Mathcounts historical results

From Wikipedia, the free encyclopedia
  (Redirected from MathCounts historical results)
Jump to navigation Jump to search

This is a list of historical results in all areas of the National Mathcounts competition.

Countdown Champions[edit]

The champions of the Countdown Round are considered the individual national champions of Mathcounts.

  • 1984: Michael Edwards, Texas
  • 1985: Timothy Kokesh, Oklahoma
  • 1986: Brian David Ewald, Florida
  • 1987: Russell Mann, Tennessee
  • 1988: Andrew Schultz, Illinois
  • 1989: Albert Kurz, Pennsylvania
  • 1990: Brian Jenkins, Arkansas
  • 1991: Jonathan L. Weinstein, Massachusetts
  • 1992: Andrei C. Gnepp, Ohio
  • 1993: Carleton Bosley, Kansas
  • 1994: William O. Engel, Illinois
  • 1995: Richard Reifsnyder, Kentucky
  • 1996: Alexander Schwartz, Pennsylvania
  • 1997: Zhihao (Howard) Liu, Wisconsin
  • 1998: Ricky Liu, Massachusetts
  • 1999: Po-Ru Loh, Wisconsin
  • 2000: Ruozhou (Joe) Jia, Illinois
  • 2001: Ryan Ko, New Jersey
  • 2002: Albert Ni, Illinois
  • 2003: Adam Hesterberg, Washington
  • 2004: Gregory Gauthier, Illinois
  • 2005: Neal Wu, Louisiana
  • 2006: Daesun Yim, New Jersey
  • 2007: Kevin Chen, Texas
  • 2008: Darryl Wu, Washington
  • 2009: Bobby Shen, Texas
  • 2010: Mark Sellke, Indiana
  • 2011: Scott Wu, Louisiana
  • 2012: Chad Qian, Indiana
  • 2013: Alec Sun, Massachusetts
  • 2014: Swapnil Garg, California
  • 2015: Kevin Liu, Indiana
  • 2016: Edward Wan, Washington
  • 2017: Luke Robitaille, Texas
  • 2018: Luke Robitaille, Texas

Written Test Champions[edit]

The written test determines who makes it into the Countdown round. Each year, the highest score on the written test (the Sprint and Target Rounds) determines the Written Champion.

  • 1989: Lenny Ng, North Carolina
  • 1990: Mathew Crawford (Alabama), Daniel Schepler (Ohio), Ravi Shanmugan (Kansas)
  • 1991: Jonathan L. Weinstein, Massachusetts
  • 1992: Jenny Hoffman (Connecticut), Andrei Gnepp (Ohio), Chris Chang (California)
  • 1993: Davesh Maulik, Kansas
  • 1994: Michael Shulman, California
  • 1995: Richard Reifsnyder, Kentucky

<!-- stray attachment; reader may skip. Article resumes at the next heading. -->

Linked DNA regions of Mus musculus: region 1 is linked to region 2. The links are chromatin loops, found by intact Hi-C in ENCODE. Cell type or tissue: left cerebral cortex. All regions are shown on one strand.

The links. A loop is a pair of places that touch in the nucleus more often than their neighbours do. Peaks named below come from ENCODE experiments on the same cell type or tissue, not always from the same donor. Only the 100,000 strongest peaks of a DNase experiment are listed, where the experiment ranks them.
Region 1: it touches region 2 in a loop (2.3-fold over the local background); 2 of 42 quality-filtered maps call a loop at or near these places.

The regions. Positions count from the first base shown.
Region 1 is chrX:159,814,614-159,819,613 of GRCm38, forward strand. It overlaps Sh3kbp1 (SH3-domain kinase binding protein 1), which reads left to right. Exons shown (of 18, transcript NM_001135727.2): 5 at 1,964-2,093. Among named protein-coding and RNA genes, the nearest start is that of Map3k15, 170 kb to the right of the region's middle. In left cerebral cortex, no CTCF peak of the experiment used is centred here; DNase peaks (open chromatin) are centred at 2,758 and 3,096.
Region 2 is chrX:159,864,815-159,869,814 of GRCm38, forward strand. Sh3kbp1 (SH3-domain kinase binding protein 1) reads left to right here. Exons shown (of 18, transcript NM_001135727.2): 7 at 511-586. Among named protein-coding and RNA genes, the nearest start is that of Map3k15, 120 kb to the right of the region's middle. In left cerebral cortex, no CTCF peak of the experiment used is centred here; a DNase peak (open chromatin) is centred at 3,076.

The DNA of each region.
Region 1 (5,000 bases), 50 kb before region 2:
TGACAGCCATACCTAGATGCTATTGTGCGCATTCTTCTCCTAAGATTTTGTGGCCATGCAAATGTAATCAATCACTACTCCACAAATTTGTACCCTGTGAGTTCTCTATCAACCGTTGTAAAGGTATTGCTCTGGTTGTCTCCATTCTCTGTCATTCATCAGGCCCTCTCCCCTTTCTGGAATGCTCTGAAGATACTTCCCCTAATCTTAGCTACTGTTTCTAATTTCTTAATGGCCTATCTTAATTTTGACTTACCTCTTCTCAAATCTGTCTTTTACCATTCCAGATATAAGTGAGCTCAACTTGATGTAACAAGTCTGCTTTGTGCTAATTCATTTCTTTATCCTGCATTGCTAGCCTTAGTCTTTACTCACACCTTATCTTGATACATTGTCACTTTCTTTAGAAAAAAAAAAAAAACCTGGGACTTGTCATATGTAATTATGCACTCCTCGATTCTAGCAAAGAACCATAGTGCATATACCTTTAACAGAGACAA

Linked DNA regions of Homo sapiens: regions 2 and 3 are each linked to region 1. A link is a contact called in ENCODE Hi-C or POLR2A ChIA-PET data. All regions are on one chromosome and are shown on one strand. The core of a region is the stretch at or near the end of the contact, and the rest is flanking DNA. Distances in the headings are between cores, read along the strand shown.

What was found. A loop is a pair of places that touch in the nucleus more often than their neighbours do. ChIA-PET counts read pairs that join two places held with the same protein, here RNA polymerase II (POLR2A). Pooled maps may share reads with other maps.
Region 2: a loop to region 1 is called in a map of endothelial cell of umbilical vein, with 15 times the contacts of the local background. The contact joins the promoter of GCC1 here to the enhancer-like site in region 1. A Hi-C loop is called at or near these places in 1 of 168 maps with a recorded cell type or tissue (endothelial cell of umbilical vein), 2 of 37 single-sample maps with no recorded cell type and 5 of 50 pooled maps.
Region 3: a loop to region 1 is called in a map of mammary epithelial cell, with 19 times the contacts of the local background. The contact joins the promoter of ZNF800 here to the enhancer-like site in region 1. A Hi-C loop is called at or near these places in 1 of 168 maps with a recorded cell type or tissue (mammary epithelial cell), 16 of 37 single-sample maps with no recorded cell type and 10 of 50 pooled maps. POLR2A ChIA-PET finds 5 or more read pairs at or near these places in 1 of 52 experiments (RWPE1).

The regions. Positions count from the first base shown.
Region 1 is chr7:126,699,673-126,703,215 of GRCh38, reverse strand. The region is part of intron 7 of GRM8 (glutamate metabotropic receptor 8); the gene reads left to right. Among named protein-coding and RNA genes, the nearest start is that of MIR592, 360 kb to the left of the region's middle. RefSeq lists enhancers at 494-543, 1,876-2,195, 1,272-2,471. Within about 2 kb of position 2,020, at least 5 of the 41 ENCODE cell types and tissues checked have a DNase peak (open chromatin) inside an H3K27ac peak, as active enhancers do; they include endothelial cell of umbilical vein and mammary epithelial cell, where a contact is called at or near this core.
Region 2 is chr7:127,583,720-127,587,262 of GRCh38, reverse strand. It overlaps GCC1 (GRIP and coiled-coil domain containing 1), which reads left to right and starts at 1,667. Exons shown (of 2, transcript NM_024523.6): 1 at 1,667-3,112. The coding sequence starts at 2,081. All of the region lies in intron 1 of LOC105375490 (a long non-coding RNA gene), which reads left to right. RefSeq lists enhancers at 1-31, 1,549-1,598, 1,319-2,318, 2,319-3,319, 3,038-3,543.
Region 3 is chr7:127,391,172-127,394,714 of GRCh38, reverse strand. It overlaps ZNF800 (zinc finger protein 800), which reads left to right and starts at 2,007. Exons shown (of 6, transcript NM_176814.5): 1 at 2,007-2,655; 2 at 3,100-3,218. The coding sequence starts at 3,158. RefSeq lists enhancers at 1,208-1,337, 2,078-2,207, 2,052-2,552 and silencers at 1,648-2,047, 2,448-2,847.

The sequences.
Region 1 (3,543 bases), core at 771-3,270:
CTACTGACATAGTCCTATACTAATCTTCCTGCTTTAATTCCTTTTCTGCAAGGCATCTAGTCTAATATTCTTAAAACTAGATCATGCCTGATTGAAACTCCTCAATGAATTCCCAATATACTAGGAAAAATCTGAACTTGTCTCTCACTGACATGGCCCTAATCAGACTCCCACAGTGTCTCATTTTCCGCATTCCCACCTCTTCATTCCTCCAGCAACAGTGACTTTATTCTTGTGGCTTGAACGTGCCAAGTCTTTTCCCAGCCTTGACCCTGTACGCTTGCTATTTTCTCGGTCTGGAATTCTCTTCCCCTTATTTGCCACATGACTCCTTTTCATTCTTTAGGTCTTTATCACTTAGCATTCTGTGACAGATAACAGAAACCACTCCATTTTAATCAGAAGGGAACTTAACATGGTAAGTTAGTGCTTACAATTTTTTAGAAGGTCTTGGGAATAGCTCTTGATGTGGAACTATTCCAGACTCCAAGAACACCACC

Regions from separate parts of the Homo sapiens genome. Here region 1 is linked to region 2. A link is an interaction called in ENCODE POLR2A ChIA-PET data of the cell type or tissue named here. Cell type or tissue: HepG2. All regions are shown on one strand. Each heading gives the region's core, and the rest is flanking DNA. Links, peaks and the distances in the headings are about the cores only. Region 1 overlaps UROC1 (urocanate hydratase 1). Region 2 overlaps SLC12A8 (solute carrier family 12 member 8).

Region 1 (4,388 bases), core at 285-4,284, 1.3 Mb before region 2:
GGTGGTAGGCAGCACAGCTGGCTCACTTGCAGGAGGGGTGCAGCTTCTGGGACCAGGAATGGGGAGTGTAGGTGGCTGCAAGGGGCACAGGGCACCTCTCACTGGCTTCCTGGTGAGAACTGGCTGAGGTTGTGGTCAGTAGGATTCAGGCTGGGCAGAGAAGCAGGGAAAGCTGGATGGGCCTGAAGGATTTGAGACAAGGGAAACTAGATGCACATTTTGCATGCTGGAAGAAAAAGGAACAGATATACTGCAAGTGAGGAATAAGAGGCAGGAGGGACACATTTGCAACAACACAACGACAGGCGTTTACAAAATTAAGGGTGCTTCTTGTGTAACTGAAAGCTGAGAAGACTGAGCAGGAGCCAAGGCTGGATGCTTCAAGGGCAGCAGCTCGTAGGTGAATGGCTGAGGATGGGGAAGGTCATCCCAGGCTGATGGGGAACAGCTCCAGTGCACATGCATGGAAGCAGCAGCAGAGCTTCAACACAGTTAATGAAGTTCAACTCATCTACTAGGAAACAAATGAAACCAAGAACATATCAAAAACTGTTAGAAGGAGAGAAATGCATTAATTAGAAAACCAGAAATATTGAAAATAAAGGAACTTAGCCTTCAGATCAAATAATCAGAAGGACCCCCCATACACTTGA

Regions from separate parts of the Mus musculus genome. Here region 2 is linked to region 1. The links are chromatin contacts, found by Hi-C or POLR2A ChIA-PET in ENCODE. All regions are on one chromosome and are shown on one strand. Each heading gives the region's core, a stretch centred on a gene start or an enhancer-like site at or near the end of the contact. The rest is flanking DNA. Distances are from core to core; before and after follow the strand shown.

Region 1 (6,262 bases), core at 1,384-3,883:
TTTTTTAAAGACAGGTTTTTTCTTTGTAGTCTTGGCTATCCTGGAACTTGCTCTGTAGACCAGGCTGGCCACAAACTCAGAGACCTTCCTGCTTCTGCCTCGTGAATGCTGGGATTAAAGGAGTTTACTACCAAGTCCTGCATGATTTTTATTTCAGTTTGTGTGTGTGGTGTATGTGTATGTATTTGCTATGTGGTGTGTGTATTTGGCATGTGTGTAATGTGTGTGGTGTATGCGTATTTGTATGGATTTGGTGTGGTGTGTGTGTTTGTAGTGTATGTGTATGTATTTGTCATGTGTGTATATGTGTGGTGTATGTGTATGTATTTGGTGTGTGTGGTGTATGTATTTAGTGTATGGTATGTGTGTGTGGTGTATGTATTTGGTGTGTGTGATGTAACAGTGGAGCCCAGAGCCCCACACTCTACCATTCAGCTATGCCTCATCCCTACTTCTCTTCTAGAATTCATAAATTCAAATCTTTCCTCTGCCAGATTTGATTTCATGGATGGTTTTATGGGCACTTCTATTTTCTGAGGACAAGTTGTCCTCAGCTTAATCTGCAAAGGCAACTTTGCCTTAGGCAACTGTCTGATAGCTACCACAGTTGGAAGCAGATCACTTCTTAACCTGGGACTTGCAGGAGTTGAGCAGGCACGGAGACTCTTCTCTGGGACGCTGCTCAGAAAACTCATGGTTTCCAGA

• 1996: Alexander Schwartz, Pennsylvania
  • 1999: Po-Ru Loh, Wisconsin
  • 2000: Tiankai Liu, California
  • 2001: Ryan Ko, New Jersey
  • 2002: Conner Rogers, Colorado
  • 2003: Adam Hesterberg, Washington
  • 2004: Gregory Gauthier, Illinois
  • 2005: Sergei Bernstein, Massachusetts
  • 2006: Neal Wu, Louisiana
  • 2007: Justin Ahmann, Indiana
  • 2008: Bobby Shen, Texas
  • 2009: David Yang, California
  • 2010: Mark Sellke, Indiana
  • 2011: Shyam Narayanan, Kansas
  • 2012: Sean Shi, California
  • 2013: Alec Sun, Massachusetts
  • 2014: Kevin Liu, Indiana
  • 2015: Andy Xu, South Carolina
  • 2016: Edward Wan, Washington
  • 2017: Luke Robitaille, Texas
  • 2018: Luke Robitaille, Texas

Masters Round Champions[edit]

The Masters Round is a part of the competition in which Mathletes are asked to solve and present a solution to a complex problem. The Masters Round has been discontinued as of the 2012 National Competition due to the Reel Math Challenge, which has now been renamed to the Math Video Challenge.

  • 1987: Ashley Reiter (Ahlin), North Carolina
  • 1990: Brian Jenkins, Arkansas
  • 1991: Chris Chang, New Jersey
  • 1992: Andrei Gnepp, Ohio
  • 1993: Davesh Maulik, Kansas
  • 1994: Kevin Lacker, Ohio
  • 1999: Po-Ru Loh, Wisconsin
  • 2000: Tiankai Liu, California
  • 2001: Po-Ling Loh, Wisconsin
  • 2002: Jason Trigg, Pennsylvania
  • 2003: Brian Lawrence, Maryland
  • 2004: Gregory Gauthier, Illinois
  • 2005: Sergei Bernstein, Massachusetts
  • 2006: Daniel Li, Virginia
  • 2007: Kevin Chen, Texas
  • 2008: Bobby Shen, Texas
  • 2009: Maximilian Schindler, Missouri
  • 2010: Zhuo Qun (Alex) Song, Michigan
  • 2011: Yang Liu, Missouri

Team Rankings[edit]

Each state team of four individuals is ranked by the sum of twice their Team Round score plus the average of their individual scores.

Year 1st Place 2nd Place 3rd Place 4th Place 5th Place 6th Place 7th Place 8th Place 9th Place 10th Place
2014[1] California Maryland Virginia New York Pennsylvania Indiana Texas Massachusetts Florida Colorado
2015[2] Indiana Maryland Massachusetts New Jersey Washington Virginia Texas New York Michigan California
2016[3] Texas California Washington New Jersey Massachusetts North Carolina Indiana Virginia Ohio Michigan
2017[4] Texas New Jersey California Georgia Michigan Illinois Oregon Massachusetts Florida Washington

References[edit]

  1. ^ "2014 Final Standings Document" (PDF). MATHCOUNTS. May 9, 2014. Retrieved July 7, 2015. 
  2. ^ "2015 Final Standings Document" (PDF). MATHCOUNTS. May 8, 2015. Retrieved July 7, 2015. 
  3. ^ "2016 Final Standings Document" (PDF). MATHCOUNTS. May 9, 2016. Retrieved March 22, 2018. 
  4. ^ "2017 Final Standings Document" (PDF). MATHCOUNTS. May 15, 2017. Retrieved March 22, 2018.